1400 French Men Fashion

The early part of the 15th century in France will likely be remembered as a time of great flux in the history of French fashion. 1400 AD was the beginning of a great transition for French men’s fashions; beginning with the adoption of more “retro” styles which lasted through the 15th century. Some of the most popular trends of the era were the addition of intricate clothing details, extra layers of clothing, and modest styles.

The first notable change to French fashion in the 15th century was the style of dress worn by the upper class, which underwent a significant shift. Prior to 1400, upper-class men’s clothing was more ornate, featuring intricate patterns, elaborate embroidery, and bright colors. By the mid-1400s, however, the upper class began shifting away from this style in favor of simpler, less showy clothing. This new style was characterized by muted colors, minimal detailing, and unstructured shapes.

The average commoner, meanwhile, began following a trend away from traditional peasant garb. Commoners in the early 15th century began to adopt the more fashionable styles of the upper class. This included everything from colors and fabrics, to shapes and sizes, to the style of the hats worn. Commoners also began to wear more layers of clothing; a trend that persisted until the end of the century.

An additional trend seen in French men’s fashion during the 15th century was the embrace of modest styles and pieces. During the early part of the century, more modest styles were favored by the upper class, such as high-neck shirts and long trousers. Toward the end of the century, even the lower classes began embracing these modest styles, which eventually became the standard for French fashion during this period.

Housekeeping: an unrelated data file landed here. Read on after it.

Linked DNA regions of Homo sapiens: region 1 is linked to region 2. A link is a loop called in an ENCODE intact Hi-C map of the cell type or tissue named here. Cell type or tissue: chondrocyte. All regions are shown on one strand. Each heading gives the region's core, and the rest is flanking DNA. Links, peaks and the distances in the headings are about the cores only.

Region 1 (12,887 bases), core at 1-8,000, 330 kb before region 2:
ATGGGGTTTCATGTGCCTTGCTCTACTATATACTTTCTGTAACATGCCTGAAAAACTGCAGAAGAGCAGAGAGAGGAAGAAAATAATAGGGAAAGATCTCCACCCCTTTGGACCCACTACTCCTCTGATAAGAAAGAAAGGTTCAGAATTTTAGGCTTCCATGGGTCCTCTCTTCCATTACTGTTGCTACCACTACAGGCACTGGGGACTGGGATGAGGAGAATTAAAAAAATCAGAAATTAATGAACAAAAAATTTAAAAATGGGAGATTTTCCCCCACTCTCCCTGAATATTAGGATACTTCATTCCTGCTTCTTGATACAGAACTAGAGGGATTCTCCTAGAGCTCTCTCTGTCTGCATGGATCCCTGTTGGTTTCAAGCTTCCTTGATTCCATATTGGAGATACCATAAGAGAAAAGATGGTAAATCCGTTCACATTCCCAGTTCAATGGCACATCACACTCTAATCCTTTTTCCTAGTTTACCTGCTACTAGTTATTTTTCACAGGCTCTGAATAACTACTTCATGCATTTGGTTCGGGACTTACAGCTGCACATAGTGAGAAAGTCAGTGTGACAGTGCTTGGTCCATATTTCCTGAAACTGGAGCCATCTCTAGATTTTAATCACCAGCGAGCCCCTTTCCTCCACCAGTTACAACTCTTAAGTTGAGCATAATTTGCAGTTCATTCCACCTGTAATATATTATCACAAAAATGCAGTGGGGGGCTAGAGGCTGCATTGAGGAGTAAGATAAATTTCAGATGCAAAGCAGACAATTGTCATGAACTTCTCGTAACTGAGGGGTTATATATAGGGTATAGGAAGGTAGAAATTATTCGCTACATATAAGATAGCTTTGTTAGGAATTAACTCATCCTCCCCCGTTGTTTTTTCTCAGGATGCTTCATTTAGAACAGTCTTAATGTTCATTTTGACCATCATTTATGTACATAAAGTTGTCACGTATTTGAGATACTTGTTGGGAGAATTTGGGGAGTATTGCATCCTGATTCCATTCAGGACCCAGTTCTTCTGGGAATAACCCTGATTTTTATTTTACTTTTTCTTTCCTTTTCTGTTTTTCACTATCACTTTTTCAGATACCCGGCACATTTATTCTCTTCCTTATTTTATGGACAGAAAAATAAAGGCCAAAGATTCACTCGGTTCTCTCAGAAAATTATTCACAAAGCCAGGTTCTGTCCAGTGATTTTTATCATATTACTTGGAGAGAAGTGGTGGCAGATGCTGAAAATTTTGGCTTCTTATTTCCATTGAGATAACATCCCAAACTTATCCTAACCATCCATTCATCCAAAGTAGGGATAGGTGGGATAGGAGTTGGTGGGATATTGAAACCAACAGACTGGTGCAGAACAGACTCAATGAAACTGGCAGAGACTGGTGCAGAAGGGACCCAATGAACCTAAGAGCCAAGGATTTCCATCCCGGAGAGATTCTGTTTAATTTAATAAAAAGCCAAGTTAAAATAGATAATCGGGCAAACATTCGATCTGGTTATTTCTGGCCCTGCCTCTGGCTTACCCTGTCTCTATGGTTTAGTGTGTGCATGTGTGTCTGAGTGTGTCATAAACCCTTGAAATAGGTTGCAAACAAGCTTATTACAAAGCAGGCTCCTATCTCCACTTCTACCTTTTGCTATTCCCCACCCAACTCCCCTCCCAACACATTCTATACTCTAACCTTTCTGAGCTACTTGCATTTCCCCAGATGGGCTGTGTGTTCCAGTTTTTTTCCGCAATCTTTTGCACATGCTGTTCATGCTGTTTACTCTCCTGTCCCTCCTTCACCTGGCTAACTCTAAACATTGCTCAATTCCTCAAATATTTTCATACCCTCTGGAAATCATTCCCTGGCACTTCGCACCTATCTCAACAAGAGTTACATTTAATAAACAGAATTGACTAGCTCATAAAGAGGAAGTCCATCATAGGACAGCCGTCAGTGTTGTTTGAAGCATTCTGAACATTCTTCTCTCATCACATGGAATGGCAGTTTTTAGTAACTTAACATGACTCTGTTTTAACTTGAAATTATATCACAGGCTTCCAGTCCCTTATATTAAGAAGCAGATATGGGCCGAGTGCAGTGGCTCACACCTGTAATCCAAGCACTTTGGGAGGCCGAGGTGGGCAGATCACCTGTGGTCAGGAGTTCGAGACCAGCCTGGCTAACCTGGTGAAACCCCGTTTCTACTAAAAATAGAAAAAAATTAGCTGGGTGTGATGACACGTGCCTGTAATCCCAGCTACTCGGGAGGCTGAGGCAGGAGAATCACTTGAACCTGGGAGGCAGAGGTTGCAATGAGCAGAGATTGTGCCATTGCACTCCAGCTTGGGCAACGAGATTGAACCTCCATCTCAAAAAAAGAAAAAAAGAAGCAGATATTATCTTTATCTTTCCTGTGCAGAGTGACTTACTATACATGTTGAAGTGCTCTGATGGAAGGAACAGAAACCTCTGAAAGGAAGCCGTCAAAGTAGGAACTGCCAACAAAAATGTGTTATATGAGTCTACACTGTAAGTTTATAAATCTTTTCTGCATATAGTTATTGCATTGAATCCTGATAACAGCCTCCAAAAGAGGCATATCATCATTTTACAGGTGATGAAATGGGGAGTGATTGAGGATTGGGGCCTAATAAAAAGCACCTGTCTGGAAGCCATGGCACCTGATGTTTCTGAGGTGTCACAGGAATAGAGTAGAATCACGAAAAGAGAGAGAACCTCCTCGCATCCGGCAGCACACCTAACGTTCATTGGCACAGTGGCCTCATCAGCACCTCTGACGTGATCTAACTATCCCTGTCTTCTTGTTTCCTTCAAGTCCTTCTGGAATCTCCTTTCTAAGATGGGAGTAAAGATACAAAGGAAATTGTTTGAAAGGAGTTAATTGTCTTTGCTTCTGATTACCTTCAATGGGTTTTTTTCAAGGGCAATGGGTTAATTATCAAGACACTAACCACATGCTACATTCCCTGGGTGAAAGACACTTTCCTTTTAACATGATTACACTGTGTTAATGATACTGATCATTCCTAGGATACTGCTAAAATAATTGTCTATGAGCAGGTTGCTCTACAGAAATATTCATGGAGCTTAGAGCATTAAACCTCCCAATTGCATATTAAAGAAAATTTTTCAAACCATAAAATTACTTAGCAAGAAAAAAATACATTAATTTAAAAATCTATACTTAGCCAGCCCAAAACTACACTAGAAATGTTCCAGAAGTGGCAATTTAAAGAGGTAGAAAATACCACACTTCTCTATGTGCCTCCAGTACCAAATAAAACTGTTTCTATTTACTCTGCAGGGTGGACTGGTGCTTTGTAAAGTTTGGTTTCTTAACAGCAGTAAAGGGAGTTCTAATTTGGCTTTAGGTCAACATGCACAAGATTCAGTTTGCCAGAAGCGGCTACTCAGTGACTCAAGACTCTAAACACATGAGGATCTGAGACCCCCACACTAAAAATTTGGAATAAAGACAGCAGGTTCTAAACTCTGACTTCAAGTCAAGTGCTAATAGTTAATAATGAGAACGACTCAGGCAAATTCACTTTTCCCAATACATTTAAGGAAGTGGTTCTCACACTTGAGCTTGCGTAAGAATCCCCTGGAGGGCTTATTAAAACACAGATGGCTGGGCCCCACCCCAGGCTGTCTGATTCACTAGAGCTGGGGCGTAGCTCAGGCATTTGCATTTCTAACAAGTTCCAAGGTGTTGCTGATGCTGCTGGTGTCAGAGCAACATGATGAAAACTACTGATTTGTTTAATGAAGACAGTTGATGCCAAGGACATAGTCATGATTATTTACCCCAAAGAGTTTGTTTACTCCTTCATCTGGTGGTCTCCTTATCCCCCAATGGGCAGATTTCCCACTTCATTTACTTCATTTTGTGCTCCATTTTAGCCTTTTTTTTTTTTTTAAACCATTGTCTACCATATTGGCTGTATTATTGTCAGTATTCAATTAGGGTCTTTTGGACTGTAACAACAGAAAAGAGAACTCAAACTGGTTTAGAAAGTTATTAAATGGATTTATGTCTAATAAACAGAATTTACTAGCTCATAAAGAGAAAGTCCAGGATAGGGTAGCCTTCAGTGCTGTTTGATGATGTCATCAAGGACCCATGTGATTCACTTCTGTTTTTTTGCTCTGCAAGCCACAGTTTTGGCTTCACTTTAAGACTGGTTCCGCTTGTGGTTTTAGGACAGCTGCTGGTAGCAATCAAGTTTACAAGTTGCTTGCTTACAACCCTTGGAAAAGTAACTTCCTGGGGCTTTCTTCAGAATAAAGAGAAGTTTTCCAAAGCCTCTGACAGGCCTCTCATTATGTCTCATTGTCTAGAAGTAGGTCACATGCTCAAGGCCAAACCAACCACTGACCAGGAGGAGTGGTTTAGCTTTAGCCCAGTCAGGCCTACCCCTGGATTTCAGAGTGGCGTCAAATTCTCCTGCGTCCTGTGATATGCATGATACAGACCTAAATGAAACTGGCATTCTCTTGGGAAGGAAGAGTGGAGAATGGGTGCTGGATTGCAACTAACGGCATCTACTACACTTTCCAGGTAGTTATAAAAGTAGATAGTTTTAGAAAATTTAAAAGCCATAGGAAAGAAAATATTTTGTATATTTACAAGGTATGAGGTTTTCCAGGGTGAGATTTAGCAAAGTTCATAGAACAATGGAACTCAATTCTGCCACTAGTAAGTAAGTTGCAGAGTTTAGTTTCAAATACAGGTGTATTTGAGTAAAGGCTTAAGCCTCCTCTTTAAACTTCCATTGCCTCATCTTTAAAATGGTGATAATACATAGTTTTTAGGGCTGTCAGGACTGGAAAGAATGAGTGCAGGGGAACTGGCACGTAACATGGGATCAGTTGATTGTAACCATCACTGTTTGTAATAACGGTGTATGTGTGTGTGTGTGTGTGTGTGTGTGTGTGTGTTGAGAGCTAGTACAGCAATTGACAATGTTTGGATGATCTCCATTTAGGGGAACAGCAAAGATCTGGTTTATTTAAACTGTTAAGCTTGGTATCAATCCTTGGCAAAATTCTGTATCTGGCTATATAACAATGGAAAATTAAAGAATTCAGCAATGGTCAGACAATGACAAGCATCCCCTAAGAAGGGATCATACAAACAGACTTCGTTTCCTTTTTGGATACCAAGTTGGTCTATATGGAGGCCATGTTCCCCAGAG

One of the most significant and lasting contributions from French fashion during this time period was the influence of tailoring. Tailoring was one of the most important aspects of clothing during the 1400s, and it was a skill highly valued and utilized during this era. Tailors during this time crafted garments of all kinds, from jackets and trousers to waistcoats and gowns.

In terms of footwear, leather boots and shoes were the most popular during the mid-1400s. By the end of the century, however, the style of shoes worn had shifted from leather to more luxurious fabrics, such as satin and velvet. This trend of wearing more luxurious materials on the feet was seen as a statement of class and wealth during this time.

Overall, French fashion during the 1400s represented a transition from elaborate, colorful clothing towards simpler, more modest styles. This shift towards more modest, less ostentatious styles of clothing hints at a greater shift in the values of French society, which was beginning to place more emphasis on practicality and efficiency.


The fabrics used to create men’s clothing during the 15th century in France were largely wool, linen, and silk. Wool was largely used for the construction of everyday clothing such as tunics and trousers, while linen was more often used for lighter garments such as shirts and shifts. Silk, on the other hand, was reserved for the more luxurious garments such as gowns and cloaks.

The types of fabrics used reflected the divide between the wealthy elites and the lower class. The quality of the fabrics used by the wealthy was typically much higher, as they could afford to pay for the finer materials needed to make luxurious clothing. The lower class, on the other hand, had to make do with whatever fabrics were available to them, typically lower-quality wool and linen.

Over the course of the 15th century, fabrics became increasingly more sophisticated as dyes and weaving techniques advanced. Wool fabrics became softer and lighter, while linens became more durable and better suited for a wider variety of garments. Silk, meanwhile, went from a rare and pricey fabric to one that was more widely available and affordable.